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Daniel Paquette
2020-12-03 11:38
There is an item on expenditures during the pandemic a little further on in the agenda. We'll be discussing the impacts on this year in greater detail. As for the current trend, some expenditures are lower because we can't travel, create events or provide training. The reductions are greater than the additional costs stemming from the need to adapt to this new environment. We will address those items in more detail.
Here's some brief background. Some changes have occurred in the House administration and the House itself over the past two or three years, and many new technologies have been adopted. There is the new Parliamentary Precinct as well as the West Block and the new buildings. New statutes are having an impact on occupational health and safety—you mentioned security, Mr. Julian—as well as accessibility.
What we see in the proposed main estimates for 2021-2022 is the investment we need to develop the competencies and capacity that will ensure this transformation continues into the future.
As for the supplementary estimates, all we have at this stage is the reprofiling of funds, which is one of our standard practices. We aren't anticipating these amounts. This year—and I mean the current year—we requested a little more than a reprofile of funds, since previously negotiated collective agreements had a retroactive effect. Without anticipating surpluses that might have resulted from the pandemic, we wanted to ensure we had the necessary funds to meet our financial requirements.
At this point, we believe that no projects or initiatives will raise our supplementary estimates above normal levels. We are seeking only the usual reprofile of funds for next year.
Daniel Paquette
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Daniel Paquette
2020-12-03 11:45
I'll start, and then ask my peer, Ms. Laframboise, to add to it.
Some of that are the increases related to when we talked about the capacity for HR services for members. That was increased last year, and now we're stabilizing the funding. Then there was some capacity relating to some of the new legislation that was also stabilized this year. If I'm not mistaken, there has been some reallocation of resources and alignments within HR.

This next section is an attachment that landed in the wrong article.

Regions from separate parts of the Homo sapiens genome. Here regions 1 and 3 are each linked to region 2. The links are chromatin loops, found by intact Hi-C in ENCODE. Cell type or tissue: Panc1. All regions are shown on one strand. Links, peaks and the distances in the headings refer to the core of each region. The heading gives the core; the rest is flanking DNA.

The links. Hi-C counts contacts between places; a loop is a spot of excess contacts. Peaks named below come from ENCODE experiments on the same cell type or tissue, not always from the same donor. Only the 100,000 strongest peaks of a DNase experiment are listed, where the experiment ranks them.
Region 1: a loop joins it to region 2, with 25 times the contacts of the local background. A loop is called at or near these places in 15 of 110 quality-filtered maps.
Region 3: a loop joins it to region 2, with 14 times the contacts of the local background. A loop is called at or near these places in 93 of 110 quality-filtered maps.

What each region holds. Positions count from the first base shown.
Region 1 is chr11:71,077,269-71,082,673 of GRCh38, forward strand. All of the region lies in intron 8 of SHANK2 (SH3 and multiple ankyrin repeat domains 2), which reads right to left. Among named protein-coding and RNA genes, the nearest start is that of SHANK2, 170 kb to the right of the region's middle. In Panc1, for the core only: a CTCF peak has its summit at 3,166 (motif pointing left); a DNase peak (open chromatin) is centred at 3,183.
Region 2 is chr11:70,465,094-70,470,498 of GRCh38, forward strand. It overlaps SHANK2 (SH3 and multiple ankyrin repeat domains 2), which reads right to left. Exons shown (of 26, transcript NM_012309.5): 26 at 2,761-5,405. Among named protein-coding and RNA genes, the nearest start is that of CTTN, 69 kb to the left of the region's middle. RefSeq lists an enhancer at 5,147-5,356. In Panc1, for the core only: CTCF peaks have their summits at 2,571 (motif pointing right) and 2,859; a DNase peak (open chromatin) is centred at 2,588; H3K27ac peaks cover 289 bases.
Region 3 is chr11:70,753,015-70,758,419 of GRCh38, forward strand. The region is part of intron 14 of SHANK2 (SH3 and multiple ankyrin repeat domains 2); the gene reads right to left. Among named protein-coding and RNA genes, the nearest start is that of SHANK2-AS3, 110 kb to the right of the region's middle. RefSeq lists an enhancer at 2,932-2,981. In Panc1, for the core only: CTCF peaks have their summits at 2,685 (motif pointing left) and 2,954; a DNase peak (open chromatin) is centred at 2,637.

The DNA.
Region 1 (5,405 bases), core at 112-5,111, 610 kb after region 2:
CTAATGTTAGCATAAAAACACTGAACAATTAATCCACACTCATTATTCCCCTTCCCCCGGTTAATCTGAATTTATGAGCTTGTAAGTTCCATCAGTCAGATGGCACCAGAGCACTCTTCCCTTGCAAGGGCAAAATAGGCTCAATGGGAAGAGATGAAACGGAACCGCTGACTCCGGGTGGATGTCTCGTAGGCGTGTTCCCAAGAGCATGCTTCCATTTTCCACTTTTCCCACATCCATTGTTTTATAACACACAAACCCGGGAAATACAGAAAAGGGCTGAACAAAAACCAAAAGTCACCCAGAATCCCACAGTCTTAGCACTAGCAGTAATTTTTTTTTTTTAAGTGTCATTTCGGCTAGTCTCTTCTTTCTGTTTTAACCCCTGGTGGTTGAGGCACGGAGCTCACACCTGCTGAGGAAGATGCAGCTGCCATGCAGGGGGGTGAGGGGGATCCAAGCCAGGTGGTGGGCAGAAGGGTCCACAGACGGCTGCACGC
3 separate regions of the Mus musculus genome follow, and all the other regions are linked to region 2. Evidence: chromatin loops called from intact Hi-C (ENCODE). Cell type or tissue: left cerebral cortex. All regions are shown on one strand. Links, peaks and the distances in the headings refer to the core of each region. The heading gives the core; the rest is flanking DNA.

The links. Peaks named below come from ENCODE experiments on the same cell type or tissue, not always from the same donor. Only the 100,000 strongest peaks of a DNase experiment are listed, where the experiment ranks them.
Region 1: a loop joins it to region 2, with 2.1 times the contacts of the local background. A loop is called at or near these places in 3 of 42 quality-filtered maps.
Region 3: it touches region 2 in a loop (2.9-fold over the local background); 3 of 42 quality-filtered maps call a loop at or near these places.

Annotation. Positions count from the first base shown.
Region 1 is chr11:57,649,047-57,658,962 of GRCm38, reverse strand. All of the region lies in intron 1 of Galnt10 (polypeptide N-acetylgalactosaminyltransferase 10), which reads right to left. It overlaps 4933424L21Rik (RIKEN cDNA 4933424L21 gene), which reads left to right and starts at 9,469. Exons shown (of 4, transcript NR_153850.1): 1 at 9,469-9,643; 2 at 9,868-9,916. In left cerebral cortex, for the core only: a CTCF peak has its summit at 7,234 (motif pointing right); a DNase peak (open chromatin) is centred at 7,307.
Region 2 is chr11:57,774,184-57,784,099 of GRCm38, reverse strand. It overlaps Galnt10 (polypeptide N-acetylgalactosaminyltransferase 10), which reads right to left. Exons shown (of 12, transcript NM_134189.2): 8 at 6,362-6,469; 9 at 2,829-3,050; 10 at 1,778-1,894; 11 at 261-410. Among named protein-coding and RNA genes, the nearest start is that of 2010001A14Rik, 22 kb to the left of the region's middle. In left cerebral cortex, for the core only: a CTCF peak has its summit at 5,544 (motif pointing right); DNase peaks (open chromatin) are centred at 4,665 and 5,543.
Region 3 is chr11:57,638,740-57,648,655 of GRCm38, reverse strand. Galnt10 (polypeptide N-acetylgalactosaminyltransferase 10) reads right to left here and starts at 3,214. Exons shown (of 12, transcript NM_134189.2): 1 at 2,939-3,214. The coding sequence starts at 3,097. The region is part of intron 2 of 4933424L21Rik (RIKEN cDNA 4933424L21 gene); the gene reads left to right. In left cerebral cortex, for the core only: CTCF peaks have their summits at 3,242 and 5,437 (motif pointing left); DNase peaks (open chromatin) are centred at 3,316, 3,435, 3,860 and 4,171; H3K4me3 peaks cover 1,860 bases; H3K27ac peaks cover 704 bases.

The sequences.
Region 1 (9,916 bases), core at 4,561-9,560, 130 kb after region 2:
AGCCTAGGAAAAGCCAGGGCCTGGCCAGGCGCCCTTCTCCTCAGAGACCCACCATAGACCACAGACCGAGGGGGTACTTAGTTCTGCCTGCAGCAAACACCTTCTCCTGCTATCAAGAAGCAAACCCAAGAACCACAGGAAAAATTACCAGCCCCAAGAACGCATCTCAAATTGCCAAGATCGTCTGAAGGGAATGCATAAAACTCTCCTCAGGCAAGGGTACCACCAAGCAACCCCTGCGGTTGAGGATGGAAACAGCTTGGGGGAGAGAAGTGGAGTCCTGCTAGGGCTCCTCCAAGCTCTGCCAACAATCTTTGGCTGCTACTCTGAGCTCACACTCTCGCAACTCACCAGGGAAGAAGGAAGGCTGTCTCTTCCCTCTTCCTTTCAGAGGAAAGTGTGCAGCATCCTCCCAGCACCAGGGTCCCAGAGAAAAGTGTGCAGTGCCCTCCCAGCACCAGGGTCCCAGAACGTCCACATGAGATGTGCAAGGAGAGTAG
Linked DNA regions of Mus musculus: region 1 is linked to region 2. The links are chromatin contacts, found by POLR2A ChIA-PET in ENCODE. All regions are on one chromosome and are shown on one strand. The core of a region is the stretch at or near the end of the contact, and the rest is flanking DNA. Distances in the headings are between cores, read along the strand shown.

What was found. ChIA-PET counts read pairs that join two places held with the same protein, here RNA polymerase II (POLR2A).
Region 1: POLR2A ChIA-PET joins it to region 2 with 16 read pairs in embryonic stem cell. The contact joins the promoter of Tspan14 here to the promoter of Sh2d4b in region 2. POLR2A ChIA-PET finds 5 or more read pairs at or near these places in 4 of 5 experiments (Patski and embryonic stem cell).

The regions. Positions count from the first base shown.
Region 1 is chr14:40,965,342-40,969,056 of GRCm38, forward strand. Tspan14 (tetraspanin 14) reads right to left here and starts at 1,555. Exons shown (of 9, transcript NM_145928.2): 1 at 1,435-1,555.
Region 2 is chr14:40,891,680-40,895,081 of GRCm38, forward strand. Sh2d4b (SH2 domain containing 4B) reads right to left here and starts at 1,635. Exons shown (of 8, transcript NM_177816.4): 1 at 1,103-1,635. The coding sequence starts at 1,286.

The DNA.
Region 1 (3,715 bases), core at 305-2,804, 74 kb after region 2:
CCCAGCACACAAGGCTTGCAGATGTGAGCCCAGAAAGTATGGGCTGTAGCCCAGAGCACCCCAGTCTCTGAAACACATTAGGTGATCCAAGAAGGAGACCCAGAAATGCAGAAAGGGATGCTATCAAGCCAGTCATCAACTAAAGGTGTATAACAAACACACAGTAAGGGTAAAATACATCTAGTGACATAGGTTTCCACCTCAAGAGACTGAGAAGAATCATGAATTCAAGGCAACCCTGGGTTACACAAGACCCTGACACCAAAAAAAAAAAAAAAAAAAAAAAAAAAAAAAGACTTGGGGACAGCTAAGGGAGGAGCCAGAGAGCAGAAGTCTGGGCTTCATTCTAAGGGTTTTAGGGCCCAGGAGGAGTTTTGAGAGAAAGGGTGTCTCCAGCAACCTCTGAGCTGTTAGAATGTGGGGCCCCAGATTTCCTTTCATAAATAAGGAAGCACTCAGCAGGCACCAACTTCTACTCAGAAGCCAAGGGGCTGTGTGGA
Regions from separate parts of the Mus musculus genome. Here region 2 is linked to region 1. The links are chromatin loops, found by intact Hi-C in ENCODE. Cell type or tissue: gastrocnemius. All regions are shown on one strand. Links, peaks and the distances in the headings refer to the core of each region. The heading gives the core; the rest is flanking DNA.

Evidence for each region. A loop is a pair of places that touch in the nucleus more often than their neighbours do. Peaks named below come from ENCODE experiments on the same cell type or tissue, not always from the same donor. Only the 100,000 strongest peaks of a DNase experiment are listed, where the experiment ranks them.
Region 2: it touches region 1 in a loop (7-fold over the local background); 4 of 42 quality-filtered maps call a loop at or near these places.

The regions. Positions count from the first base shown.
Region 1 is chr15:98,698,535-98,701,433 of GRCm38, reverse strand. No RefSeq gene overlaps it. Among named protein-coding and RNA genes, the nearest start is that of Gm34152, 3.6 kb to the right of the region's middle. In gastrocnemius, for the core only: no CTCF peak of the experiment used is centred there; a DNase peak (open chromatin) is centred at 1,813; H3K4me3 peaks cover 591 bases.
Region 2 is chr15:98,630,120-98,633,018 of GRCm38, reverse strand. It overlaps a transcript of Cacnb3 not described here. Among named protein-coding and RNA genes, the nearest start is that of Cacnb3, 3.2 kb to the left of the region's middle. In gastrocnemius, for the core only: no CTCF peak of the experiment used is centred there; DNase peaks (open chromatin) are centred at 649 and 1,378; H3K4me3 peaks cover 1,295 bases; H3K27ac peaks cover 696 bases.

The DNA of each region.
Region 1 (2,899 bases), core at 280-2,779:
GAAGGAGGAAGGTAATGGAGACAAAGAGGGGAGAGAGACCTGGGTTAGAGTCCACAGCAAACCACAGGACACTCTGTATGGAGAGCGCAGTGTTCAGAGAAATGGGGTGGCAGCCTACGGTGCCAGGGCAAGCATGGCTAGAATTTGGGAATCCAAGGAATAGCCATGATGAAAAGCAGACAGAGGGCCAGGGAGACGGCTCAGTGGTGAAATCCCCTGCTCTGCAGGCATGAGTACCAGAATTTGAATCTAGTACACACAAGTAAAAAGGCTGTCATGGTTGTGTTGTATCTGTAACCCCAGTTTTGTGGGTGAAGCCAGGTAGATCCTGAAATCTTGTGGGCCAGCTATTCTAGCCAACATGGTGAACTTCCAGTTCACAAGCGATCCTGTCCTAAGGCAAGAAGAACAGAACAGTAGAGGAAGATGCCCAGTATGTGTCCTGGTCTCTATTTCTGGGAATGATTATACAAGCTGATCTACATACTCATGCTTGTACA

I'll let Ms. Laframboise address the items more closely.
Daniel Paquette
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Daniel Paquette
2020-12-03 11:49
I can reassure you that definitely in the last two or three years we have been putting a lot of effort into making sure, if we come forward with any requests for funding, we do an assessment and make sure we restabilize some of the resources and realign where we can to make sure the requests are only for what we need.
There has been a progression of many legislative changes or other demands around services. The cost of living is obviously one of the big ones here, and there are some pieces above and beyond that. There are incremental services when we look at some of the pieces of legislation around disclosure and legislation around health and safety. Then we have the increased capacity around services for members, around HR, around the security that's more recent and around the onboarding. The most significant portion of the growth over the last three or four years has been the onboarding and taking control of the various new buildings in the parliamentary precinct. For those we made sure we challenged the work with the experts and just asked for what we needed to maintain these various systems and the tools given to us for that assignment.
Many of these things are outside of the control of the administration to react ahead of time to try to manage these. We try to make sure our request for funding is limited to what is needed to maintain and support the infrastructure.